Spanish restoration experts can no longer see it. Now that another artwork has been shattered in an amateur restoration, they ask the government for clear rules. “Some politicians don’t give a shit about our cultural heritage.”
A new item can be added to a questionable list of failed restorations in Spain. A private art collector from Valencia paid a furniture restorer 1,200 euros to restore a copy of a fresco by the famous Baroque artist Bartolomé Esteban Murillo. But the result is not as hoped: the face of the Virgin Mary has been mutilated beyond recognition.
A slap in the face for restoration experts in Spain, replies Fernando Carrera, professor at the Galician School of Conservation and Restoration, to ‘The Guardian’. “I don’t think this man – or these people – should be called restorers. Let’s be honest: they are klutz who messes it up. We see this happening over and over again. And it just keeps happening.”
Carrera calls on the government to invest more in the conservation of its cultural heritage. “It shouldn’t be at the top of the list, such as healthcare or employment – there are more important things. But this is about our history.”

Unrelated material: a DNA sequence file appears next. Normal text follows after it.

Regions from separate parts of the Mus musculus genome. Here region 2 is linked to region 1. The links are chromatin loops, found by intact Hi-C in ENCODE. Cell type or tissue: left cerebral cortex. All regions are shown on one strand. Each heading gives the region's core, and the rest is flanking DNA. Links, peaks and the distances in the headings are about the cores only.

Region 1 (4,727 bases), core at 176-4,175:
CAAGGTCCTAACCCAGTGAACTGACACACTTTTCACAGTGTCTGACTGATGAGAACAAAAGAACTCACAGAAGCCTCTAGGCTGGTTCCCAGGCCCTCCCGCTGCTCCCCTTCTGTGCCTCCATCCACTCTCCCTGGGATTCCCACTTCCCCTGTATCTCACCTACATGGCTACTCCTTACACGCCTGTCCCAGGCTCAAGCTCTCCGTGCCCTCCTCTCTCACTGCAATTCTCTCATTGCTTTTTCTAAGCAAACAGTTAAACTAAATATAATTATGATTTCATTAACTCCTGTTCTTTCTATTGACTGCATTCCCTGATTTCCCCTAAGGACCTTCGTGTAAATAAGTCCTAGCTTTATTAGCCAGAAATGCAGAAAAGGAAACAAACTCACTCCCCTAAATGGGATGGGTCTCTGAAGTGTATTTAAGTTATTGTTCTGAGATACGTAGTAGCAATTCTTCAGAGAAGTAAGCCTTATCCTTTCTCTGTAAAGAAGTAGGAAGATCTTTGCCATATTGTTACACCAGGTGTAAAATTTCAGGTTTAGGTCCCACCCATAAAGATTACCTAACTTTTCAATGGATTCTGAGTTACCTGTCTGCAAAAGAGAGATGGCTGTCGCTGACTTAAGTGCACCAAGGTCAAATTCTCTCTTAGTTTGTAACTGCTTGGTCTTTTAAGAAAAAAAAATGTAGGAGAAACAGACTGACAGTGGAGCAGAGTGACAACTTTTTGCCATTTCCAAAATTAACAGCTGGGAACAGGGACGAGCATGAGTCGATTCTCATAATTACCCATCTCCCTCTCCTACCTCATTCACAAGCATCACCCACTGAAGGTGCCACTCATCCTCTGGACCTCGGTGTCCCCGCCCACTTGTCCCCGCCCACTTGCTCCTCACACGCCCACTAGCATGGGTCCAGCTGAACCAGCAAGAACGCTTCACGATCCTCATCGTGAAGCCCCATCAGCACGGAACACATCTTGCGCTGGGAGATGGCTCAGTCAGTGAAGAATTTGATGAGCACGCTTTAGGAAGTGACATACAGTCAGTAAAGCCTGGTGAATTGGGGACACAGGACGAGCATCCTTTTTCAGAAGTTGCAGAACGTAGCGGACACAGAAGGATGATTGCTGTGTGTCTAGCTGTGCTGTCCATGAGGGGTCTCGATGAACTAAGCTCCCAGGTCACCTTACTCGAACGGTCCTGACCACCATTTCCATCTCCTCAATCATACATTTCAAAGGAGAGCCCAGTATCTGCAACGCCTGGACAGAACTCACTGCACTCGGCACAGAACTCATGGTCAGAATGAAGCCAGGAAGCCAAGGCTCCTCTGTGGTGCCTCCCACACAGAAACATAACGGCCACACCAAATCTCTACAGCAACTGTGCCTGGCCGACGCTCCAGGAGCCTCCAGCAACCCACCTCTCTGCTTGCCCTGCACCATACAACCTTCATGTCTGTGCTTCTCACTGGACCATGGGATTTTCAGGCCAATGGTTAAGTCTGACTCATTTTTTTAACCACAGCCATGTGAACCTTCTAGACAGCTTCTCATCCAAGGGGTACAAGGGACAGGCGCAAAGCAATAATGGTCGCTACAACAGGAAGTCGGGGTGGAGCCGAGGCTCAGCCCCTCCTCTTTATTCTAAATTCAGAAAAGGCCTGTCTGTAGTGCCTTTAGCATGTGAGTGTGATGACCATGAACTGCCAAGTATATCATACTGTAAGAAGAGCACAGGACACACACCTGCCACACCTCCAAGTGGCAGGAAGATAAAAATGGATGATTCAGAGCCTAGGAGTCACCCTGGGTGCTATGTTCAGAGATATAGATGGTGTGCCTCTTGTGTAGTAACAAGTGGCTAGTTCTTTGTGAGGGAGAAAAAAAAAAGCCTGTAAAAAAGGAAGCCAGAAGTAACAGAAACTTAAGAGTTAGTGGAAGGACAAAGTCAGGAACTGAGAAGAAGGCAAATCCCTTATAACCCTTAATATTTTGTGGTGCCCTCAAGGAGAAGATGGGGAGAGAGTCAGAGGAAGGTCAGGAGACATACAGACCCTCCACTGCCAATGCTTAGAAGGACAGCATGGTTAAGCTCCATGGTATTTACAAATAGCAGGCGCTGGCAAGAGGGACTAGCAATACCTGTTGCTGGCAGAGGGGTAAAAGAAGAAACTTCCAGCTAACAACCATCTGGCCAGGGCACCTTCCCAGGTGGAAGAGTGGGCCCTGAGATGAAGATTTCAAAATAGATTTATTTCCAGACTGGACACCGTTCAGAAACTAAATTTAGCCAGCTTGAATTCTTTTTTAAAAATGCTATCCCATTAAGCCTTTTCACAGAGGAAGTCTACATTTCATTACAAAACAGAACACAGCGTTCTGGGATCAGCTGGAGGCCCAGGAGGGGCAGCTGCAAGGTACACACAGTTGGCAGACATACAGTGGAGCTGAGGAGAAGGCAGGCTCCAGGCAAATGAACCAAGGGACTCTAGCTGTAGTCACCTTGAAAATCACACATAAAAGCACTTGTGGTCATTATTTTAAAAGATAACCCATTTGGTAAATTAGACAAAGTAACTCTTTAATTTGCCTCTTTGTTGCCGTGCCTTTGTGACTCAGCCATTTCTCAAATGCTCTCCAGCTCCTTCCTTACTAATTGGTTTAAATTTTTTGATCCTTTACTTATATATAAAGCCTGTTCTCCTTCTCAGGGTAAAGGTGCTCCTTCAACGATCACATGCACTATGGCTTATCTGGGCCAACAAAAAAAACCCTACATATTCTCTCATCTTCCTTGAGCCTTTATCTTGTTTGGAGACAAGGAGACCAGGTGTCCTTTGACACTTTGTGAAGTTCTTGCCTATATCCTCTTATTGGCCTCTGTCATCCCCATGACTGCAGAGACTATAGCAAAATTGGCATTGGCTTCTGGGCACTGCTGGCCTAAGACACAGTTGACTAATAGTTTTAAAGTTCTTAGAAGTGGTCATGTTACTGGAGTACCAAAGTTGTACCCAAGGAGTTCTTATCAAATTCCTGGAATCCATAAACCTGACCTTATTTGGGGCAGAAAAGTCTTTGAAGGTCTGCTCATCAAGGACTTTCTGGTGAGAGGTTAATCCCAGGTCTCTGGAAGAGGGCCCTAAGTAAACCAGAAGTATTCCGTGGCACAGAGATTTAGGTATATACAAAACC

The incident is the umpteenth time in a long line of restoration projects that have ended bleakly. Many people undoubtedly remember the disastrous restoration of the fresco ‘Ecce Homo’. In 2012, an elderly lady in Borja, Spain, decided to freshen up the mural. The result was not: the face of Jesus Christ was more like a monkey than a human. The images went around the world, and the pitiful restoration even made it a tourist attraction.
And the restoration of the wooden sculpture of Saint George, in the Spanish city of Estella in 2018, has not been forgotten either. After the work, his face was more like that of a Playmobil male.